In this age of Creator's Rights and the image of cold, faceless corporations stripping creators of their creations then throwing them penniless in the streets--in an age where Marvel comics sued the creator of the character Ghost Rider for copyright infringement for drawing a sketch of his own creation at a convention--Siegel and Shuster are the poster children of "creators done wrong." According to the legend, DC Comics bought Superman lock, stock, and barrel from Siegel and Shuster for $130 then left them to die penniless old men while the company raked in billions.
Tye paints an entirely different picture, and perhaps a more honest one. Yes, Tye says, Siegel and Shuster created Superman, but it was really thanks to publishers Harry Donenfeld and Jack Liebowitz that we still know who Superman is today. Donenfeld and Liebowitz neither knew nor cared about comics, but they did know money and advertising, and together they created Superman Inc that pushed the character beyond the pages of the comics and into eternity. They saw the potential in Siegel and Shuster's creation, and they took that crude beginning and refined it into what we know today. It was something they wouldn't have done if they didn't own the character. They wouldn't have made the effort if they hadn't been able to reap the rewards.
Some of the most interesting quotes in the book come from old exchanges between the parties: "You have the germ of a great idea in Superman, but you need constant editorial supervision" said Liebowitz. And even harsher, "as long as your ego tells you anything you do must be a preordained success, I would be interested in having you name one feature -outside of Superman - that you have developed which has enjoyed even a modicum of success." Liebowitz also noted that of a surprise bonus checks sent to Siegel, he "did not see fit to acknowledge it, though you did deposit it."
And Siegel and Shuster hardly suffered. They were given better deals than any professionals in the industry at the time, and both Siegel and Shuster were effectively rich men when the comic was at its height. But both of them wanted more, and constant money-grubbing and lawsuits caused enough bad will that Donenfeld and Liebowitz cut them off entirely. Poor money management and extravagant spending in the good times led both Siegel and Shuster to squander their acquired fortunes.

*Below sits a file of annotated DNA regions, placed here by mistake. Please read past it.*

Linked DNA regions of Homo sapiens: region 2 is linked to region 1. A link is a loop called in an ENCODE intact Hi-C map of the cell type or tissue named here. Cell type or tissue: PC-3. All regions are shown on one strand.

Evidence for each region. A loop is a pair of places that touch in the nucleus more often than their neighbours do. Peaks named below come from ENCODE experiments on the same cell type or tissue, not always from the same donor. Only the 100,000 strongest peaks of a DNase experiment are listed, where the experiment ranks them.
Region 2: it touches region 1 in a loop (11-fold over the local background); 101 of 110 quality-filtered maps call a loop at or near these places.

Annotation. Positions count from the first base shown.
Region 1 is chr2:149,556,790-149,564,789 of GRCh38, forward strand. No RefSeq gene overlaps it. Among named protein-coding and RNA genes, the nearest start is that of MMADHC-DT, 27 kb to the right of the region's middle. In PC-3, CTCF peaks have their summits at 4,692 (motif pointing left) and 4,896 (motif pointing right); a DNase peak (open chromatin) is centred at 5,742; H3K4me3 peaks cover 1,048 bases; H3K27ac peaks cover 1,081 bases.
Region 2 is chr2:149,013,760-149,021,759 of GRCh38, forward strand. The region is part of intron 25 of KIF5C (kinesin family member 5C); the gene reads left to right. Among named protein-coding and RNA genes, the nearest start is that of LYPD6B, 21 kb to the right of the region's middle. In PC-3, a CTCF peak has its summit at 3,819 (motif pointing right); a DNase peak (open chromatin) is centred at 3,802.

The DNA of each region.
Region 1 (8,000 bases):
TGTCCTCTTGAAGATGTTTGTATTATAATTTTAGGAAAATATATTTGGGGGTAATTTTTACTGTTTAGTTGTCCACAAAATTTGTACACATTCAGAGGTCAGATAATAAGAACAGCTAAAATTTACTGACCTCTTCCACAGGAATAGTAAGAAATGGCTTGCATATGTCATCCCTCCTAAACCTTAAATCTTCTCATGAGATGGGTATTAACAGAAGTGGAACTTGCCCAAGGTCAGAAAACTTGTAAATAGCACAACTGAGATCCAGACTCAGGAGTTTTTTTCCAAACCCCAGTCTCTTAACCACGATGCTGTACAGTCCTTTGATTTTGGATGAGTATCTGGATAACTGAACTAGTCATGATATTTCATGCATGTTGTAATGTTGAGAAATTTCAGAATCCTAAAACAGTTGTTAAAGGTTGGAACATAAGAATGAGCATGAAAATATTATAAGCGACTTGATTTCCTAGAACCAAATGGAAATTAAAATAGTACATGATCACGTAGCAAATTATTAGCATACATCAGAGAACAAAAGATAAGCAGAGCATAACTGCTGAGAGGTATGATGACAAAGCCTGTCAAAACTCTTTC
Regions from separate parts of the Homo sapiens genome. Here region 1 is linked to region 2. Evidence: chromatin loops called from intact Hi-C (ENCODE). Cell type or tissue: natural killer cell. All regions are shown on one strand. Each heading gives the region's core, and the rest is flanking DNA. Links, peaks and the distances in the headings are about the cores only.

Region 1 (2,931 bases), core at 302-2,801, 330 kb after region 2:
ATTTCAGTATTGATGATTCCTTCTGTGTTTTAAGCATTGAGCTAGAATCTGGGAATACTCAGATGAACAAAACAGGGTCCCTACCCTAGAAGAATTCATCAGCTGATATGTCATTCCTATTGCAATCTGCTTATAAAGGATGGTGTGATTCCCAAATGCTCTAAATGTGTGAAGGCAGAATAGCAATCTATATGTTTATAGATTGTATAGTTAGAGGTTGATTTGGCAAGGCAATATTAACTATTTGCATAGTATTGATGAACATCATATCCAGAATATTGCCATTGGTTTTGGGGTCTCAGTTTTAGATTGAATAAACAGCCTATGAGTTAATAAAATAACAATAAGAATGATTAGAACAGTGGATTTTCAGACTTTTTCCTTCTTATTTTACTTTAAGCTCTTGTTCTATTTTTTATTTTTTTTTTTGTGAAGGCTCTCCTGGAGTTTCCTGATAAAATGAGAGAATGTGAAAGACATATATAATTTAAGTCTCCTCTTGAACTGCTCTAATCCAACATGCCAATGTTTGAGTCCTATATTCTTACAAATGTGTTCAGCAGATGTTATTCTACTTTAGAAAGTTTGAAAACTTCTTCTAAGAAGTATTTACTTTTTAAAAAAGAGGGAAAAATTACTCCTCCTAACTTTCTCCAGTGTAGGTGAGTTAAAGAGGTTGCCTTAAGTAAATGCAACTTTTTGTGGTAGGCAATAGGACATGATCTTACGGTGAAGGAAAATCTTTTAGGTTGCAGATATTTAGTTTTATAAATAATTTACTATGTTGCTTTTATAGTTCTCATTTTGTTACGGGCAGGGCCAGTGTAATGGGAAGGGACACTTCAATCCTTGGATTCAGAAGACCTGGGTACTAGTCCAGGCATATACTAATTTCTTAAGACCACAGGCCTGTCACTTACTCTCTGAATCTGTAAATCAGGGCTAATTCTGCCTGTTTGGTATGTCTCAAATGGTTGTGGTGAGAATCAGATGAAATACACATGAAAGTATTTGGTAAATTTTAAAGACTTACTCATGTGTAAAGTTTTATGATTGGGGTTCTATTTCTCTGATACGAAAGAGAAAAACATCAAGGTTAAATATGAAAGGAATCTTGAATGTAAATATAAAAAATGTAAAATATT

That history isn't going to sit well with some people. It was a hard pill for me to swallow, the idea that the corporation of DC Comics has more to do with the success of Superman than the original creators, But Tye makes the case so effectively, and with so little bias, that it is hard to deny.
I don't think he intended it, but Tye forced me to re-consider some long-held truths about who made Superman. Liebowitz in particular, who lived to be 100 years old and guided Superman from that first issue to the Christopher Reeve film in the late `70s and up until he retired in 1991, had far more to do with building the Superman we all know and love than probably anyone else. Yet he is always portrayed as the villain of the story, and Siegel and Shuster the poor victims. The story is obviously more complicated than that, as real life is no comic book and real people are not supermen.
The media history is no less interesting though -- from the early radio and animated shorts through the George Reeves, Christopher Reeve, Lois and Clark, and Smallville eras, all of it gets covered (although Lois and Clark seems to get shorted a bit compared to Smallville). And the legal issues -- many of them going back to the original rivalry between Liebowitz and Siegel -- get some pretty in-depth coverage as well. Also of interest was how factors like World War II and the CCA affected both Superman's character and the stories, and the many permutations the names and people in the mythos have taken (it was a long, long time before Clark's parents were settled as Jonathan and Martha, for example), not to mention the significant influences of Siegel and Shuster's Jewish upbringings (the author goes so far as to say that Superman has been basically Jewish since the beginning, if you know what to look for). The only real problem I have with the book is that the chronology is very squishy -- a lot of the story threads overlap in time and it's not as clearly delineated as it could be.
Comics have a long, frequently controversial history, but there are few as big as Superman. If he's your kind of hero, or you just like comic trivia, this is the definitive book.
This examination is about all aspects of how and why Superman came to be and the myriad affects that have been sewn not only into just our society, but also touching cultures around the world.
Larry Tye's research tells the complete story of Superman and how these many stories have changed lives. I cannot recall if the best part is even in this text; but it is discussed in Freakonomics by Levitt and Dunbar. The early Superman tv show and comics are directly related to the weakening of the KKK. Yes, because of a children's comic/tv show. It's hilariously awesome!